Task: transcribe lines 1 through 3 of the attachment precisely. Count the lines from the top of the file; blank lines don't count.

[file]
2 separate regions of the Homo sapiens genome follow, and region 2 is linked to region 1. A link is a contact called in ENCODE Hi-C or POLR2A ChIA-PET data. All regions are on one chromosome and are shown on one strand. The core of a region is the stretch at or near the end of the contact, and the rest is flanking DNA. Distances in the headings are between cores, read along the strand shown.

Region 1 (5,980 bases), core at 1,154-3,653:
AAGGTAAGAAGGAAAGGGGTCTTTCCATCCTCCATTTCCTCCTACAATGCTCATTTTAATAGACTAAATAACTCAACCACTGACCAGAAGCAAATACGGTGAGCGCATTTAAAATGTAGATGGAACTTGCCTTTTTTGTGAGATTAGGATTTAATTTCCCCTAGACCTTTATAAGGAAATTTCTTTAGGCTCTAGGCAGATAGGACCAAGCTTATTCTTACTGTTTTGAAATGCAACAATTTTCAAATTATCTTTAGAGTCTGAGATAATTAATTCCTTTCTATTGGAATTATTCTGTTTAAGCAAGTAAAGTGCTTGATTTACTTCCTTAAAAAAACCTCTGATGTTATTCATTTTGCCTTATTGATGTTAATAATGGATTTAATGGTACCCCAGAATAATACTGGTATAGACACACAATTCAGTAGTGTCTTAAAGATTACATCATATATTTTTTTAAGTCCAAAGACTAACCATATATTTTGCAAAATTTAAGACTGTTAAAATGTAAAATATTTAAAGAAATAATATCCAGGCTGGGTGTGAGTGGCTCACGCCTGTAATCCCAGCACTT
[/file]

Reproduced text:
2 separate regions of the Homo sapiens genome follow, and region 2 is linked to region 1. A link is a contact called in ENCODE Hi-C or POLR2A ChIA-PET data. All regions are on one chromosome and are shown on one strand. The core of a region is the stretch at or near the end of the contact, and the rest is flanking DNA. Distances in the headings are between cores, read along the strand shown.

Region 1 (5,980 bases), core at 1,154-3,653:
AAGGTAAGAAGGAAAGGGGTCTTTCCATCCTCCATTTCCTCCTACAATGCTCATTTTAATAGACTAAATAACTCAACCACTGACCAGAAGCAAATACGGTGAGCGCATTTAAAATGTAGATGGAACTTGCCTTTTTTGTGAGATTAGGATTTAATTTCCCCTAGACCTTTATAAGGAAATTTCTTTAGGCTCTAGGCAGATAGGACCAAGCTTATTCTTACTGTTTTGAAATGCAACAATTTTCAAATTATCTTTAGAGTCTGAGATAATTAATTCCTTTCTATTGGAATTATTCTGTTTAAGCAAGTAAAGTGCTTGATTTACTTCCTTAAAAAAACCTCTGATGTTATTCATTTTGCCTTATTGATGTTAATAATGGATTTAATGGTACCCCAGAATAATACTGGTATAGACACACAATTCAGTAGTGTCTTAAAGATTACATCATATATTTTTTTAAGTCCAAAGACTAACCATATATTTTGCAAAATTTAAGACTGTTAAAATGTAAAATATTTAAAGAAATAATATCCAGGCTGGGTGTGAGTGGCTCACGCCTGTAATCCCAGCACTT